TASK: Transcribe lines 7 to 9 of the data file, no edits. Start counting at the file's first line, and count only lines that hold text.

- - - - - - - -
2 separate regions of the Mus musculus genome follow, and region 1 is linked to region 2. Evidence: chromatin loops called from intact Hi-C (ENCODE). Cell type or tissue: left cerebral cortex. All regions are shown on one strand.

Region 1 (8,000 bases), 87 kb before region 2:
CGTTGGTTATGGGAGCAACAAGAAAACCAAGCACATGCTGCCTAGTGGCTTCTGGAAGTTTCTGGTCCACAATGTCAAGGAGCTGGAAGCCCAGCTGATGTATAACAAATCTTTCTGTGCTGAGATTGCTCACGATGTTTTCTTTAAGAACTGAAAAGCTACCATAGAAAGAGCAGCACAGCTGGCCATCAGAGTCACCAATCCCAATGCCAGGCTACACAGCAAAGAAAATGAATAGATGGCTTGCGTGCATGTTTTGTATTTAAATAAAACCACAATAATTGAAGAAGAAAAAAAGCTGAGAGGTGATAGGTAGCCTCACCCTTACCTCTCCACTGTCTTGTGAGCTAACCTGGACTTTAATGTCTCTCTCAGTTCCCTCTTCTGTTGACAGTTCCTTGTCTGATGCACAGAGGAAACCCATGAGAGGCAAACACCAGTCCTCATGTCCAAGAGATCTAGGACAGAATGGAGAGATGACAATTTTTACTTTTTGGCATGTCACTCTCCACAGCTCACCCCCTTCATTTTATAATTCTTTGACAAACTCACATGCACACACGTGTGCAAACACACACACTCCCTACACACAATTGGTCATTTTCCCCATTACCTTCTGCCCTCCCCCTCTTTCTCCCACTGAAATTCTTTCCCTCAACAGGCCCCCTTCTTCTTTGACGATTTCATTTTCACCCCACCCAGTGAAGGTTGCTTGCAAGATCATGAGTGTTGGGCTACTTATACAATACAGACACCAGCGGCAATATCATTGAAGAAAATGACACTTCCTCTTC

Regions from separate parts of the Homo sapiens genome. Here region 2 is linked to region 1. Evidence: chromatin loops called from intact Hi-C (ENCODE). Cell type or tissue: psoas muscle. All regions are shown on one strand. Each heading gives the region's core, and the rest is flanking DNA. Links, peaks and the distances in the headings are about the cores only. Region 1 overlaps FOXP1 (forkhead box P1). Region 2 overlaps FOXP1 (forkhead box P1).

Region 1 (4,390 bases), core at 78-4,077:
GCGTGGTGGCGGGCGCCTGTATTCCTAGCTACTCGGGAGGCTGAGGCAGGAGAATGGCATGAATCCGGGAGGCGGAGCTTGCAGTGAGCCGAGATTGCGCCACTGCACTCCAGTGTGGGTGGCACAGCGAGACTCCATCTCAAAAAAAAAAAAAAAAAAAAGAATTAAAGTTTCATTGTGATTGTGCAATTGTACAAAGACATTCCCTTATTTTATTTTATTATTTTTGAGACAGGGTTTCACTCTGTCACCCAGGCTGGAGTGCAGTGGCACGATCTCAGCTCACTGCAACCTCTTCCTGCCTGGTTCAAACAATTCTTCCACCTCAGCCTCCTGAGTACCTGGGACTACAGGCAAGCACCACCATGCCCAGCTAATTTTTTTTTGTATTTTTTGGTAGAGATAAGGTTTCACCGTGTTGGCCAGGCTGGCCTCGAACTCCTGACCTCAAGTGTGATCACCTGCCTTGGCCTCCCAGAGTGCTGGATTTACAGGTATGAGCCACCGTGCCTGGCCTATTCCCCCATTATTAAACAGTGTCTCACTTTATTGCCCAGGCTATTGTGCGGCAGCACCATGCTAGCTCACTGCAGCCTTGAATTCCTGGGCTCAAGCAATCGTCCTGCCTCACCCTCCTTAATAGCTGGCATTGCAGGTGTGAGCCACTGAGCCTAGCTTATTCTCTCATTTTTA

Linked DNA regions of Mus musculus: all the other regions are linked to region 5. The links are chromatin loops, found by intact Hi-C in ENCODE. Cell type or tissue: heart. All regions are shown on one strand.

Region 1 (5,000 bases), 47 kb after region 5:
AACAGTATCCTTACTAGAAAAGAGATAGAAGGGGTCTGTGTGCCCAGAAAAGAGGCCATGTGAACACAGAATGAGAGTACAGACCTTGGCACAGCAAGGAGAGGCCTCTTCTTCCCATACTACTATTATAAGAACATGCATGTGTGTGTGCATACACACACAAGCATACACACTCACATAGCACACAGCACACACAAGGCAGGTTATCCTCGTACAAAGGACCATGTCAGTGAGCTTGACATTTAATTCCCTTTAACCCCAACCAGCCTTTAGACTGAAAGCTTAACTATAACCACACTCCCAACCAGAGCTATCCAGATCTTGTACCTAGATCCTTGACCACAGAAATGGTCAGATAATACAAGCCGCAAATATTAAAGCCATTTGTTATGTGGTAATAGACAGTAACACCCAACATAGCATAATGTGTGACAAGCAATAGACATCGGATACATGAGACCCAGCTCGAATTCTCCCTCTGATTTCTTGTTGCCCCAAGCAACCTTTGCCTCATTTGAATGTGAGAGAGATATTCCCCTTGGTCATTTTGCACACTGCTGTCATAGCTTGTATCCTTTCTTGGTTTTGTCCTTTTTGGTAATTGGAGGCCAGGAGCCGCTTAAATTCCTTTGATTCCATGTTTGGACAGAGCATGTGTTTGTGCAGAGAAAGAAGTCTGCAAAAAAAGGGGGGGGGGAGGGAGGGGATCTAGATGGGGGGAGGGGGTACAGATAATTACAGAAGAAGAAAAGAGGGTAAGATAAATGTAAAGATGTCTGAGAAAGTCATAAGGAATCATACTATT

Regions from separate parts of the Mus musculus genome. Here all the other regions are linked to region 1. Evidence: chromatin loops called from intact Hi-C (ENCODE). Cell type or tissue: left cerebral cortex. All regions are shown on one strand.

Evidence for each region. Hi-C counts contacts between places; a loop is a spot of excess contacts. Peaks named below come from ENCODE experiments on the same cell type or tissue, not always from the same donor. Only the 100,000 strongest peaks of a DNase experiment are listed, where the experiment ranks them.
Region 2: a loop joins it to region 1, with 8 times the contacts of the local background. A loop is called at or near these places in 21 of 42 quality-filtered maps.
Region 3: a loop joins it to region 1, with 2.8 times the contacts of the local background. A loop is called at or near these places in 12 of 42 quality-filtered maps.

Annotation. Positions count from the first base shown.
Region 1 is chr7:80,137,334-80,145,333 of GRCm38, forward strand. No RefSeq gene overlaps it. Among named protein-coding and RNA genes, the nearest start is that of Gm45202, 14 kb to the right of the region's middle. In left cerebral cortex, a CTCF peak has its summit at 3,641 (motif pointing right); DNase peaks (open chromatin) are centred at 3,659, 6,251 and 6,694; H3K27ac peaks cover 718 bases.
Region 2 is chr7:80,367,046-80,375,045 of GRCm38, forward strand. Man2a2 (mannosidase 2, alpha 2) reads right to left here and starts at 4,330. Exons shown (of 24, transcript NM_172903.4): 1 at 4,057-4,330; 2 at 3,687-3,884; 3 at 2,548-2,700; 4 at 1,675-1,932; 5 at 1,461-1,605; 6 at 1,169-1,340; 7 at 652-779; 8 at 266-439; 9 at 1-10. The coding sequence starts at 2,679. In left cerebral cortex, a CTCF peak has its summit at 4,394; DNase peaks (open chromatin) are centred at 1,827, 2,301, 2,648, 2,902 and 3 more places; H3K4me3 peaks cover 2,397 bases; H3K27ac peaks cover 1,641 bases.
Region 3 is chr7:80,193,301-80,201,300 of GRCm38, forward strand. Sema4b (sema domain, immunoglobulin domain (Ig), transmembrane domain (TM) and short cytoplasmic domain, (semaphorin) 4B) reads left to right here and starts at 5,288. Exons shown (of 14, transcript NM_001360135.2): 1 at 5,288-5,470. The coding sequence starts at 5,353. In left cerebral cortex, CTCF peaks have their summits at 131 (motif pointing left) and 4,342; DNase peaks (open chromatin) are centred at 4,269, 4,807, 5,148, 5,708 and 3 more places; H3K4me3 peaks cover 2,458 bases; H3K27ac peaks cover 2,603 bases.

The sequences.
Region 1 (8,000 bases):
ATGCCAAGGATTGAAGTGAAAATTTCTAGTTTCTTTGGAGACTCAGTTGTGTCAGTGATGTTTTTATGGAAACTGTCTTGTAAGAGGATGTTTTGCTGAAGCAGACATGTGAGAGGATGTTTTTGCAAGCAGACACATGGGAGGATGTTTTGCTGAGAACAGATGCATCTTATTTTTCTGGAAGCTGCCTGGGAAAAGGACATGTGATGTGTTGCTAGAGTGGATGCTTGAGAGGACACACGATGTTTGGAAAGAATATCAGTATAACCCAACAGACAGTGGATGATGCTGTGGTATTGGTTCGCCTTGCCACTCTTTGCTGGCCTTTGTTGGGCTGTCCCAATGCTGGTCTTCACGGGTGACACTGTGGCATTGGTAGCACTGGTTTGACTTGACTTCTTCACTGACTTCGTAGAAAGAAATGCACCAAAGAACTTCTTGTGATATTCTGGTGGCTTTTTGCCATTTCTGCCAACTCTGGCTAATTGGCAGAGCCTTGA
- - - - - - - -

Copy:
Linked DNA regions of Mus musculus: all the other regions are linked to region 5. The links are chromatin loops, found by intact Hi-C in ENCODE. Cell type or tissue: heart. All regions are shown on one strand.

Region 1 (5,000 bases), 47 kb after region 5:
AACAGTATCCTTACTAGAAAAGAGATAGAAGGGGTCTGTGTGCCCAGAAAAGAGGCCATGTGAACACAGAATGAGAGTACAGACCTTGGCACAGCAAGGAGAGGCCTCTTCTTCCCATACTACTATTATAAGAACATGCATGTGTGTGTGCATACACACACAAGCATACACACTCACATAGCACACAGCACACACAAGGCAGGTTATCCTCGTACAAAGGACCATGTCAGTGAGCTTGACATTTAATTCCCTTTAACCCCAACCAGCCTTTAGACTGAAAGCTTAACTATAACCACACTCCCAACCAGAGCTATCCAGATCTTGTACCTAGATCCTTGACCACAGAAATGGTCAGATAATACAAGCCGCAAATATTAAAGCCATTTGTTATGTGGTAATAGACAGTAACACCCAACATAGCATAATGTGTGACAAGCAATAGACATCGGATACATGAGACCCAGCTCGAATTCTCCCTCTGATTTCTTGTTGCCCCAAGCAACCTTTGCCTCATTTGAATGTGAGAGAGATATTCCCCTTGGTCATTTTGCACACTGCTGTCATAGCTTGTATCCTTTCTTGGTTTTGTCCTTTTTGGTAATTGGAGGCCAGGAGCCGCTTAAATTCCTTTGATTCCATGTTTGGACAGAGCATGTGTTTGTGCAGAGAAAGAAGTCTGCAAAAAAAGGGGGGGGGGAGGGAGGGGATCTAGATGGGGGGAGGGGGTACAGATAATTACAGAAGAAGAAAAGAGGGTAAGATAAATGTAAAGATGTCTGAGAAAGTCATAAGGAATCATACTATT